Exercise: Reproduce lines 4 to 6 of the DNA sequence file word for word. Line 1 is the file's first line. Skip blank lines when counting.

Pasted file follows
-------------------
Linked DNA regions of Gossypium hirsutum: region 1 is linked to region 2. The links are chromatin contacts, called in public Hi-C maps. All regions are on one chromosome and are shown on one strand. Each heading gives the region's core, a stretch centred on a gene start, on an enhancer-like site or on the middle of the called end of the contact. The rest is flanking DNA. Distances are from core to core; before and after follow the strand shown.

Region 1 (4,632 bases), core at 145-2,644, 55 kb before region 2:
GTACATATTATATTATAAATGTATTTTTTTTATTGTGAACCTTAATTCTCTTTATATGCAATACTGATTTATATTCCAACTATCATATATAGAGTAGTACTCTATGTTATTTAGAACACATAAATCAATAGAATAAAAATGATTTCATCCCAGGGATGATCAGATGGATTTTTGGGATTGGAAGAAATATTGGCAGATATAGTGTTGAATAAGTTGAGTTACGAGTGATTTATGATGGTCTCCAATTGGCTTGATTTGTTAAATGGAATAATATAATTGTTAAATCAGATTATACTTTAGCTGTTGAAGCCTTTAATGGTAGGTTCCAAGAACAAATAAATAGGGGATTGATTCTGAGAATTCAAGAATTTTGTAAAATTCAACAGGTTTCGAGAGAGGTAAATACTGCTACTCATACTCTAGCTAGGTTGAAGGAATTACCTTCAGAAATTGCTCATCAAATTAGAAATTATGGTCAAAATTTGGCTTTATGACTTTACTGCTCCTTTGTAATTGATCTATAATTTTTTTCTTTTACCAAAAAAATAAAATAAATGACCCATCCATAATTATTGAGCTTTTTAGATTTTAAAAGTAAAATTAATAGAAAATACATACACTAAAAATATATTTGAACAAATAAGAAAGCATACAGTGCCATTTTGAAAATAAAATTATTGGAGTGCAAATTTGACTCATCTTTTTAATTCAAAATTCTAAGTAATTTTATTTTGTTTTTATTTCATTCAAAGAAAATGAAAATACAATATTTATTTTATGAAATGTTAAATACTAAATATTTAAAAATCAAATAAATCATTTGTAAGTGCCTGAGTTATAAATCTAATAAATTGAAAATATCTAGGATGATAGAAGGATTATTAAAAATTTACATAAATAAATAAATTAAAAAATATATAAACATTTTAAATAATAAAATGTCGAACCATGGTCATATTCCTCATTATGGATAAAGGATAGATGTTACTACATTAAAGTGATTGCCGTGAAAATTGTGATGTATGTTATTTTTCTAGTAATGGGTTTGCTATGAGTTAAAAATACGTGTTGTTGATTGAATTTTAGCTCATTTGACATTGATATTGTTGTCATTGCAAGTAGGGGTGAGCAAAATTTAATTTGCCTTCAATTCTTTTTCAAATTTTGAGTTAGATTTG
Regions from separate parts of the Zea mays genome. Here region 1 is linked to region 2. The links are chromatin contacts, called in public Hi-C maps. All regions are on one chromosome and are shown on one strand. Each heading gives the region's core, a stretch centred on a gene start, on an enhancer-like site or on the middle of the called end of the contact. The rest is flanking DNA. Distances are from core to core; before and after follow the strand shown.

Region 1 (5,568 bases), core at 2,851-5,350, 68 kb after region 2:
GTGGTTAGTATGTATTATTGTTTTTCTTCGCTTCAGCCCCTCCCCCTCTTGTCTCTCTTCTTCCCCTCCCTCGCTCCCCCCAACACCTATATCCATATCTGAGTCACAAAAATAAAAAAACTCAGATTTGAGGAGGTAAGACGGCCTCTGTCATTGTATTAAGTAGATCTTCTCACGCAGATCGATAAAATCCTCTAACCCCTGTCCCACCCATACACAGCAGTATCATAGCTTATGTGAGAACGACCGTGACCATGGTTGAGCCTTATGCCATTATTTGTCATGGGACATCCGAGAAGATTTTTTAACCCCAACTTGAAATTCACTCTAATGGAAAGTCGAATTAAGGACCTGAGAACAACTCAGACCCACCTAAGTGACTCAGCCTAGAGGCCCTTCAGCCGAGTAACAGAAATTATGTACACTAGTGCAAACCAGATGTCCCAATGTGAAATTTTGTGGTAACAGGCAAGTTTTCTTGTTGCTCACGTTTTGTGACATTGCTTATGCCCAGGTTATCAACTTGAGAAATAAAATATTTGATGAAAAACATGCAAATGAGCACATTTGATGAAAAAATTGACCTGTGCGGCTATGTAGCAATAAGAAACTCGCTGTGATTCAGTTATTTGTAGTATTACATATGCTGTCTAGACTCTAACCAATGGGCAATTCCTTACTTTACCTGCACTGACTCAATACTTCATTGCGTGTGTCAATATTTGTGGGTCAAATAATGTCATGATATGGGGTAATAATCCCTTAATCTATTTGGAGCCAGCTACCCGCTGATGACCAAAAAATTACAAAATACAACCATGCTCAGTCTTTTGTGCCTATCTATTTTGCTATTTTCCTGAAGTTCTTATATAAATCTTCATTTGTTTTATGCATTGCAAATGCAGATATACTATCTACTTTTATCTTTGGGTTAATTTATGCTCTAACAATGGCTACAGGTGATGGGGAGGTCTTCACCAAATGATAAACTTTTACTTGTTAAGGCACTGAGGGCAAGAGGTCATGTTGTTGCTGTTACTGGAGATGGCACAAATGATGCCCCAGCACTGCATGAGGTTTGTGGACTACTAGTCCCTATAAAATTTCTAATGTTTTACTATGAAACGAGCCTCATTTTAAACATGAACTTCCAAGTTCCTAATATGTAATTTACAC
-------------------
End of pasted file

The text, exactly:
Regions from separate parts of the Zea mays genome. Here region 1 is linked to region 2. The links are chromatin contacts, called in public Hi-C maps. All regions are on one chromosome and are shown on one strand. Each heading gives the region's core, a stretch centred on a gene start, on an enhancer-like site or on the middle of the called end of the contact. The rest is flanking DNA. Distances are from core to core; before and after follow the strand shown.

Region 1 (5,568 bases), core at 2,851-5,350, 68 kb after region 2:
GTGGTTAGTATGTATTATTGTTTTTCTTCGCTTCAGCCCCTCCCCCTCTTGTCTCTCTTCTTCCCCTCCCTCGCTCCCCCCAACACCTATATCCATATCTGAGTCACAAAAATAAAAAAACTCAGATTTGAGGAGGTAAGACGGCCTCTGTCATTGTATTAAGTAGATCTTCTCACGCAGATCGATAAAATCCTCTAACCCCTGTCCCACCCATACACAGCAGTATCATAGCTTATGTGAGAACGACCGTGACCATGGTTGAGCCTTATGCCATTATTTGTCATGGGACATCCGAGAAGATTTTTTAACCCCAACTTGAAATTCACTCTAATGGAAAGTCGAATTAAGGACCTGAGAACAACTCAGACCCACCTAAGTGACTCAGCCTAGAGGCCCTTCAGCCGAGTAACAGAAATTATGTACACTAGTGCAAACCAGATGTCCCAATGTGAAATTTTGTGGTAACAGGCAAGTTTTCTTGTTGCTCACGTTTTGTGACATTGCTTATGCCCAGGTTATCAACTTGAGAAATAAAATATTTGATGAAAAACATGCAAATGAGCACATTTGATGAAAAAATTGACCTGTGCGGCTATGTAGCAATAAGAAACTCGCTGTGATTCAGTTATTTGTAGTATTACATATGCTGTCTAGACTCTAACCAATGGGCAATTCCTTACTTTACCTGCACTGACTCAATACTTCATTGCGTGTGTCAATATTTGTGGGTCAAATAATGTCATGATATGGGGTAATAATCCCTTAATCTATTTGGAGCCAGCTACCCGCTGATGACCAAAAAATTACAAAATACAACCATGCTCAGTCTTTTGTGCCTATCTATTTTGCTATTTTCCTGAAGTTCTTATATAAATCTTCATTTGTTTTATGCATTGCAAATGCAGATATACTATCTACTTTTATCTTTGGGTTAATTTATGCTCTAACAATGGCTACAGGTGATGGGGAGGTCTTCACCAAATGATAAACTTTTACTTGTTAAGGCACTGAGGGCAAGAGGTCATGTTGTTGCTGTTACTGGAGATGGCACAAATGATGCCCCAGCACTGCATGAGGTTTGTGGACTACTAGTCCCTATAAAATTTCTAATGTTTTACTATGAAACGAGCCTCATTTTAAACATGAACTTCCAAGTTCCTAATATGTAATTTACAC